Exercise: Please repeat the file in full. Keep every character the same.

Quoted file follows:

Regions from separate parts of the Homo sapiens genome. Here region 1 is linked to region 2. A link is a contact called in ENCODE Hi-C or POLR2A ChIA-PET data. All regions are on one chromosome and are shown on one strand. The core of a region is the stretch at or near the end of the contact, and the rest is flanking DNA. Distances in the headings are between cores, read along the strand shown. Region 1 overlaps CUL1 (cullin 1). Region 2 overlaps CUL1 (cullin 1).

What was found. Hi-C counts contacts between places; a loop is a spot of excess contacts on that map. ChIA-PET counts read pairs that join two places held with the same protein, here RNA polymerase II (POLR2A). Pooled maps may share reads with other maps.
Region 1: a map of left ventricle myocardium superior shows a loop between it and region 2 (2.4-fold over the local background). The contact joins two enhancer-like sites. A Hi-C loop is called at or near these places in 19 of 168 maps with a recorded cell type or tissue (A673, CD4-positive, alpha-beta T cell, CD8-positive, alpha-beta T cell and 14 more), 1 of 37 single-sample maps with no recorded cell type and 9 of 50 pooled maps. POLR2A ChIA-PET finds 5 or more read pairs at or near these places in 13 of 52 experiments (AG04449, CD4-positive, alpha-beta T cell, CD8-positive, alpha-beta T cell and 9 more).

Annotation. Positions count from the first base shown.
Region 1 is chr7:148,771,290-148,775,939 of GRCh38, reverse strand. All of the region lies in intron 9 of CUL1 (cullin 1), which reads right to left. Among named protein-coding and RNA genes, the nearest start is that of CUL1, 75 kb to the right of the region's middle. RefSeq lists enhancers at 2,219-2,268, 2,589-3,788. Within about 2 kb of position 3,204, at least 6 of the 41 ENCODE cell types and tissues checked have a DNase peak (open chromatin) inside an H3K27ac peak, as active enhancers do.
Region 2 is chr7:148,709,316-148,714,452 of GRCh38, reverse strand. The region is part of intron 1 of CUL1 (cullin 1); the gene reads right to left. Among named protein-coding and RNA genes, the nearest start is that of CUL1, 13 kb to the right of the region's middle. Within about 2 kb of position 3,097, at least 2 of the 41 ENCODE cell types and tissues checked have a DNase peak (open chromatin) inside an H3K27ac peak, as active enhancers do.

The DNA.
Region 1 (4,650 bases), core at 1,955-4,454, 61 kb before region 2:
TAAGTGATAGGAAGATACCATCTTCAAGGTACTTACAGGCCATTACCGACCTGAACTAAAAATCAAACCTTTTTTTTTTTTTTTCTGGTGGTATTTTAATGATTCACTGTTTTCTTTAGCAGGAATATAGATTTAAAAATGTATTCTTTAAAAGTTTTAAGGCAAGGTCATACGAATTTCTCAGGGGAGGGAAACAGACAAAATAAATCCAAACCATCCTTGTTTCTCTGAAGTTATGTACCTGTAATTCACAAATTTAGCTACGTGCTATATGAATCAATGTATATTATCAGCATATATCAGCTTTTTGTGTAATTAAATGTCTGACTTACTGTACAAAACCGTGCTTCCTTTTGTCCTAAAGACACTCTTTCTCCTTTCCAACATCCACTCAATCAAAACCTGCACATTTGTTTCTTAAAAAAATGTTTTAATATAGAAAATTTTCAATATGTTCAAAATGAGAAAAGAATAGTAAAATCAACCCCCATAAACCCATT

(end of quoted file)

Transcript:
Regions from separate parts of the Homo sapiens genome. Here region 1 is linked to region 2. A link is a contact called in ENCODE Hi-C or POLR2A ChIA-PET data. All regions are on one chromosome and are shown on one strand. The core of a region is the stretch at or near the end of the contact, and the rest is flanking DNA. Distances in the headings are between cores, read along the strand shown. Region 1 overlaps CUL1 (cullin 1). Region 2 overlaps CUL1 (cullin 1).

What was found. Hi-C counts contacts between places; a loop is a spot of excess contacts on that map. ChIA-PET counts read pairs that join two places held with the same protein, here RNA polymerase II (POLR2A). Pooled maps may share reads with other maps.
Region 1: a map of left ventricle myocardium superior shows a loop between it and region 2 (2.4-fold over the local background). The contact joins two enhancer-like sites. A Hi-C loop is called at or near these places in 19 of 168 maps with a recorded cell type or tissue (A673, CD4-positive, alpha-beta T cell, CD8-positive, alpha-beta T cell and 14 more), 1 of 37 single-sample maps with no recorded cell type and 9 of 50 pooled maps. POLR2A ChIA-PET finds 5 or more read pairs at or near these places in 13 of 52 experiments (AG04449, CD4-positive, alpha-beta T cell, CD8-positive, alpha-beta T cell and 9 more).

Annotation. Positions count from the first base shown.
Region 1 is chr7:148,771,290-148,775,939 of GRCh38, reverse strand. All of the region lies in intron 9 of CUL1 (cullin 1), which reads right to left. Among named protein-coding and RNA genes, the nearest start is that of CUL1, 75 kb to the right of the region's middle. RefSeq lists enhancers at 2,219-2,268, 2,589-3,788. Within about 2 kb of position 3,204, at least 6 of the 41 ENCODE cell types and tissues checked have a DNase peak (open chromatin) inside an H3K27ac peak, as active enhancers do.
Region 2 is chr7:148,709,316-148,714,452 of GRCh38, reverse strand. The region is part of intron 1 of CUL1 (cullin 1); the gene reads right to left. Among named protein-coding and RNA genes, the nearest start is that of CUL1, 13 kb to the right of the region's middle. Within about 2 kb of position 3,097, at least 2 of the 41 ENCODE cell types and tissues checked have a DNase peak (open chromatin) inside an H3K27ac peak, as active enhancers do.

The DNA.
Region 1 (4,650 bases), core at 1,955-4,454, 61 kb before region 2:
TAAGTGATAGGAAGATACCATCTTCAAGGTACTTACAGGCCATTACCGACCTGAACTAAAAATCAAACCTTTTTTTTTTTTTTTCTGGTGGTATTTTAATGATTCACTGTTTTCTTTAGCAGGAATATAGATTTAAAAATGTATTCTTTAAAAGTTTTAAGGCAAGGTCATACGAATTTCTCAGGGGAGGGAAACAGACAAAATAAATCCAAACCATCCTTGTTTCTCTGAAGTTATGTACCTGTAATTCACAAATTTAGCTACGTGCTATATGAATCAATGTATATTATCAGCATATATCAGCTTTTTGTGTAATTAAATGTCTGACTTACTGTACAAAACCGTGCTTCCTTTTGTCCTAAAGACACTCTTTCTCCTTTCCAACATCCACTCAATCAAAACCTGCACATTTGTTTCTTAAAAAAATGTTTTAATATAGAAAATTTTCAATATGTTCAAAATGAGAAAAGAATAGTAAAATCAACCCCCATAAACCCATT